Cholesterol-lowering medications known as statins are among the top sellers and money makers for pharmaceutical companies with an estimated 25 million people using them across the globe. But recently more and more concerns have been raised about the drugs’ side effects and on Friday, The Philadelphia Inquirer reported that the FDA is examining the issue.
An FDA spokeswoman told The Inquirer “the topic is under active review within the agency.” Moreover, the newspaper said that the FDA has directed the manufacturers of six statin brands currently on the market to change the drugs’ labels to include “memory impairment” or “memory loss” to the lists of potential side effects such as muscle aches and in rare instances liver damage.
The Inquirer quoted an e-mailed response from a spokesman for pharmaceutical giant Pfizer, the maker of Lipitor, which is the world’s top selling drug with $11.8 billion in sales in 2010. That spokesman also noted that the National Lipid Association’s Statin Safety Task Force conducted a review and concluded “there is practically no evidence to support a link with statin therapy” and dementia and cognitive impairment.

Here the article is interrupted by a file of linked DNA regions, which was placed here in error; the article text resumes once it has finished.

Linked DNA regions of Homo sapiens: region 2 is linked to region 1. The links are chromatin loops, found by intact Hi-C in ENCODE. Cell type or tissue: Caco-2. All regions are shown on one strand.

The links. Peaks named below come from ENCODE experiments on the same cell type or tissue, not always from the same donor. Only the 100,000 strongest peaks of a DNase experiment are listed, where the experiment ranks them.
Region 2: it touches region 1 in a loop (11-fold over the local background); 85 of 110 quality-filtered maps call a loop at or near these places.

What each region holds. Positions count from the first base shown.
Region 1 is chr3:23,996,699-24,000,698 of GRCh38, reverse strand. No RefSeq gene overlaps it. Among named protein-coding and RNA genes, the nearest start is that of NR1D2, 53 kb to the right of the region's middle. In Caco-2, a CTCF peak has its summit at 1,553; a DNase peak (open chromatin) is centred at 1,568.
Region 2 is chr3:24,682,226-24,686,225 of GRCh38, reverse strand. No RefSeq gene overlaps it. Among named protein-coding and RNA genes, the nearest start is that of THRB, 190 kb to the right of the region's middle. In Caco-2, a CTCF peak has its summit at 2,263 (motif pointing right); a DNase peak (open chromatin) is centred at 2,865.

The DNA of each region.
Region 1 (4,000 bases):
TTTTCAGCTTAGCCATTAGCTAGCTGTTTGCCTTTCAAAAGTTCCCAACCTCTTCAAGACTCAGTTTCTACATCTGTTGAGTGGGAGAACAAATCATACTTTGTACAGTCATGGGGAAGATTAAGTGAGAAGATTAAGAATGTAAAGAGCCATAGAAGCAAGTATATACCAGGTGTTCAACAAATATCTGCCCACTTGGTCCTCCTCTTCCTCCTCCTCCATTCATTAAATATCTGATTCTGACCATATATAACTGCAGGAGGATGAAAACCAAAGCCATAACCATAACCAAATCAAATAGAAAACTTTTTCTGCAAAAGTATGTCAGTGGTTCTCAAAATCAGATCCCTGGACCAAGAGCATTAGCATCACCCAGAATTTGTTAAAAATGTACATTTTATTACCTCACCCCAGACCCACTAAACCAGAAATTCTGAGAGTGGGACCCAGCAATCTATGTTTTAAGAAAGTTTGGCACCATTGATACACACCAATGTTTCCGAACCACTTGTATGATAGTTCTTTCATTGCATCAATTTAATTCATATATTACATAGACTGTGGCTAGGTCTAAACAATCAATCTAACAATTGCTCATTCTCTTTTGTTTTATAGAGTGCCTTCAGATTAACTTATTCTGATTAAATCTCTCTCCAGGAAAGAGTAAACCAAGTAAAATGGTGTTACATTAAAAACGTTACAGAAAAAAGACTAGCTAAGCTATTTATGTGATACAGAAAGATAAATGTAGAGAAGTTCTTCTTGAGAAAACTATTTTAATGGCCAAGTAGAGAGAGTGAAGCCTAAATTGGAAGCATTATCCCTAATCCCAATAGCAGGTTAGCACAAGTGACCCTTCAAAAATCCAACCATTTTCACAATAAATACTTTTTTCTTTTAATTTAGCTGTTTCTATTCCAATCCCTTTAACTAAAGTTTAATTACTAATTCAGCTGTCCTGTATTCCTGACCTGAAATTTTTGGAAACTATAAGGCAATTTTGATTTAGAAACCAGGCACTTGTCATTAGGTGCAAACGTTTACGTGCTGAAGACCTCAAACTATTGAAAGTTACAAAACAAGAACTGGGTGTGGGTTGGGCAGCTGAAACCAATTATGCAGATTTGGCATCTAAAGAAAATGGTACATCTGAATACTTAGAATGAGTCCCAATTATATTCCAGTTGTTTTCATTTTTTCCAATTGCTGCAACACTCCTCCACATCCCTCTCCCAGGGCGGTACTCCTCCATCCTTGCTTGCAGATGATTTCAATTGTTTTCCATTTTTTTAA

Still, concerns about adverse side effects of statins have led many people to seek alternative approaches to lowering their cholesterol. For some, those include supplements such as red yeast rice and others with no known impact on cholesterol levels.
Most doctors, including David H. Wiener, MD, director of clinical operations for the Jefferson Heart Institute, will work with patients to lower their cholesterol levels through lifestyle changes such as diet and exercise.
If you fix your diet – reduce the amount of saturated fats you consume, increase your fiber intake to between 5 grams and 10 grams a day and make other heart-healthy food choices – you can reduce your cholesterol level by 15 percent to 20 percent, Dr. Wiener explained.
Read “How to Lower Your Cholesterol Levels Without Medications” in the February issue of the Keep In Touch with Jefferson newsletter. High cholesterol increases your risk of heart disease. Learn more about how to lower your risk.